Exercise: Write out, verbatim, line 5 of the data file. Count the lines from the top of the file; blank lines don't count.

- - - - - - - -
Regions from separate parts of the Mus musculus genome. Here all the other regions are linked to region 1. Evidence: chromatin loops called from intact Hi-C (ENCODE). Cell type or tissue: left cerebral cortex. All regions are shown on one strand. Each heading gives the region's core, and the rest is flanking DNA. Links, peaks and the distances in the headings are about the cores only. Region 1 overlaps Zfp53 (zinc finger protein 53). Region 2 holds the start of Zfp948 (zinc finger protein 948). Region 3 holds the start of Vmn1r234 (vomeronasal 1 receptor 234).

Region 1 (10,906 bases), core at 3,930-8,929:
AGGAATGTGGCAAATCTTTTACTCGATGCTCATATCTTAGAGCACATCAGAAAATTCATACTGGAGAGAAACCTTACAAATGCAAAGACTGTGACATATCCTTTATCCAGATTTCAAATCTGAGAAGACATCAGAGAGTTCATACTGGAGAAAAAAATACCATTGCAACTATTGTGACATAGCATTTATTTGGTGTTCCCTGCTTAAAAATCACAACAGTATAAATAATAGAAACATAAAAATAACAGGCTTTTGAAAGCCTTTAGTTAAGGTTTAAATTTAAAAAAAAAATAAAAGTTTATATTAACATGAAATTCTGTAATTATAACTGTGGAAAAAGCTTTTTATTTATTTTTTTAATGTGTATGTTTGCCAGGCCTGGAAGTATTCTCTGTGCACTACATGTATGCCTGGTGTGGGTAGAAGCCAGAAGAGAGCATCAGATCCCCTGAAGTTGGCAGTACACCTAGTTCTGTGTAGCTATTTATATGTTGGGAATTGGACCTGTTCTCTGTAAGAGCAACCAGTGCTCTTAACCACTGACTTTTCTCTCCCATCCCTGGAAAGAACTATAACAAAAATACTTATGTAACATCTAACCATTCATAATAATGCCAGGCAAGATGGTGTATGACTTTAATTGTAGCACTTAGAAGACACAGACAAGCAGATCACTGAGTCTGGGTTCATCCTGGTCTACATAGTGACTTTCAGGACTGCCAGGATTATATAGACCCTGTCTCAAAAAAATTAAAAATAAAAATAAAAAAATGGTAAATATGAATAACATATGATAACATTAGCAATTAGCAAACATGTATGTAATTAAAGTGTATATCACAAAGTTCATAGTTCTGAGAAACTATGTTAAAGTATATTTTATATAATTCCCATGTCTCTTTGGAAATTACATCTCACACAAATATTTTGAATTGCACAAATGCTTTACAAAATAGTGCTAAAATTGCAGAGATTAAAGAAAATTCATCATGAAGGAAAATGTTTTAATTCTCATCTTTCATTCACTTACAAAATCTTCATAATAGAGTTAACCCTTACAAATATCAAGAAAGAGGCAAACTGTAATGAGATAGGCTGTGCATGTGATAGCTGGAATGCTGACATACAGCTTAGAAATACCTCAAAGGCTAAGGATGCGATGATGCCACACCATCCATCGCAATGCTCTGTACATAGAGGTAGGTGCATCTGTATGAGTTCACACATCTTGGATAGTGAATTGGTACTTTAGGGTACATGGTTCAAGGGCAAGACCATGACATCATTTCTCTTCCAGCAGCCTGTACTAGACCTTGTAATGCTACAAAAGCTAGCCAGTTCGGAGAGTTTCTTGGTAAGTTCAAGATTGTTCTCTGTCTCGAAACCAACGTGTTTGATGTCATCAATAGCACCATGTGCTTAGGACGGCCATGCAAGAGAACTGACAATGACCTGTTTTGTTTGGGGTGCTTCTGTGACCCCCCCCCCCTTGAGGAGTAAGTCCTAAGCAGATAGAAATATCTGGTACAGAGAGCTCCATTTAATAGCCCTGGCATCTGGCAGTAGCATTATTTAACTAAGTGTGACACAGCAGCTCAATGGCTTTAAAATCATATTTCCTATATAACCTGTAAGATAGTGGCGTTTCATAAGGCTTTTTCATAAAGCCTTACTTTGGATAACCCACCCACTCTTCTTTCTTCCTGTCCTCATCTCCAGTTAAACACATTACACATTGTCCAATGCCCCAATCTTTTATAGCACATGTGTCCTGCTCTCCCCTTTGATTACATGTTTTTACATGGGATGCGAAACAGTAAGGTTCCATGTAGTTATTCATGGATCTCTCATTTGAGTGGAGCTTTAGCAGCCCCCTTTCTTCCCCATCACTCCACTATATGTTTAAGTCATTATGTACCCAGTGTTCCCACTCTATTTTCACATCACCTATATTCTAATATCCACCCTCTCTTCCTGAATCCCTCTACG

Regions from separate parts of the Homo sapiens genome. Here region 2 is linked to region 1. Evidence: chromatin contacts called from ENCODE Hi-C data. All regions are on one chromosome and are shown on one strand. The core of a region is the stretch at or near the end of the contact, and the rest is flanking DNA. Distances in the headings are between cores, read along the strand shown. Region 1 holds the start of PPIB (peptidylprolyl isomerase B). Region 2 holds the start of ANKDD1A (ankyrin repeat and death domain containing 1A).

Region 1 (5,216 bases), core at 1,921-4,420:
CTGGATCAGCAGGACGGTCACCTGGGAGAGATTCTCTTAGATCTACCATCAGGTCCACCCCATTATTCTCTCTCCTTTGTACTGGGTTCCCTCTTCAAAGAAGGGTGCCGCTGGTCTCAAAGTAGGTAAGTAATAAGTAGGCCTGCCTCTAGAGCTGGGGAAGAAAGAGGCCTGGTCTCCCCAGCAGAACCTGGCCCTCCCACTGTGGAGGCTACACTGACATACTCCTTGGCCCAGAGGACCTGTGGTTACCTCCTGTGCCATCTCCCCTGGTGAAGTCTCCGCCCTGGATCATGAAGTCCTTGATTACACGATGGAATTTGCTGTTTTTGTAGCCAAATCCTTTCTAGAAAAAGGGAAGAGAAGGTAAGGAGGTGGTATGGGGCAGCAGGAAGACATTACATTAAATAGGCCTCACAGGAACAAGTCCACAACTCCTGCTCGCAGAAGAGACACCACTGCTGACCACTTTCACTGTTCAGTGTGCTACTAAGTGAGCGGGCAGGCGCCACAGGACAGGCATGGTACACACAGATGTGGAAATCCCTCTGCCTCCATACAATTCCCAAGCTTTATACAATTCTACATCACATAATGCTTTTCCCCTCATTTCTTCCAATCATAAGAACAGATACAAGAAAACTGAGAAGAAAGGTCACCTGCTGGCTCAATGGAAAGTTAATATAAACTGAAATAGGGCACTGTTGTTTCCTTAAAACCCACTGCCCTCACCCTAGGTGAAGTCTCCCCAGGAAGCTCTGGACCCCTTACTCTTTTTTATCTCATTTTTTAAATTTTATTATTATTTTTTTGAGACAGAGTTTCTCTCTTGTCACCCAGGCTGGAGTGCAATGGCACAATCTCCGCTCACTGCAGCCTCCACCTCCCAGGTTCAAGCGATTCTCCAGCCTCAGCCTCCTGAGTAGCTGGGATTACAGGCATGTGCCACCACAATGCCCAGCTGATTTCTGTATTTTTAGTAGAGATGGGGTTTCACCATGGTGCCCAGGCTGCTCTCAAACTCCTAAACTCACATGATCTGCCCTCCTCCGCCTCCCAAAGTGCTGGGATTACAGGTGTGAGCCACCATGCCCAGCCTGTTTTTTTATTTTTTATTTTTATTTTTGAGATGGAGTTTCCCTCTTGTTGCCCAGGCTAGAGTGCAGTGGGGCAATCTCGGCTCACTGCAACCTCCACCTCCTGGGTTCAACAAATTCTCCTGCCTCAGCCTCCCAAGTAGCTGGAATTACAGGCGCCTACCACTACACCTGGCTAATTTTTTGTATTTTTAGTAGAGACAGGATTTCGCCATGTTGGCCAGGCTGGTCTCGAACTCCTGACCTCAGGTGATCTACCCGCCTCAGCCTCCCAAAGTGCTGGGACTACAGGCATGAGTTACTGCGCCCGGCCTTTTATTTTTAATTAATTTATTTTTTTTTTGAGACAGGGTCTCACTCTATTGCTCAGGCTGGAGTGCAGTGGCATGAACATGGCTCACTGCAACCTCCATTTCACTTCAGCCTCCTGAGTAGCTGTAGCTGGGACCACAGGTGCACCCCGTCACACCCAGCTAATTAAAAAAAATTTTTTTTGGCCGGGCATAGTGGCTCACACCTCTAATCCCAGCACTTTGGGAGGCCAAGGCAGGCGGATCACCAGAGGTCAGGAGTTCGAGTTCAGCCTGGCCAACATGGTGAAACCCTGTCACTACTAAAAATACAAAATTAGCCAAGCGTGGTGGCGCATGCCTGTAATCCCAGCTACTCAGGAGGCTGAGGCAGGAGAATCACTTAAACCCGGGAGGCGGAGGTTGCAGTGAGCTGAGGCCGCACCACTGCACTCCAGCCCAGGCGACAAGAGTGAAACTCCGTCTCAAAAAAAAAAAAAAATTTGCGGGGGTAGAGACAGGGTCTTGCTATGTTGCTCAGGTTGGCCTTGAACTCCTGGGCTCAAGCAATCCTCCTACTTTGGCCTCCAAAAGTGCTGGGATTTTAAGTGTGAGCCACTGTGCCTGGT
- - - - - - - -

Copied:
Region 1 (5,216 bases), core at 1,921-4,420: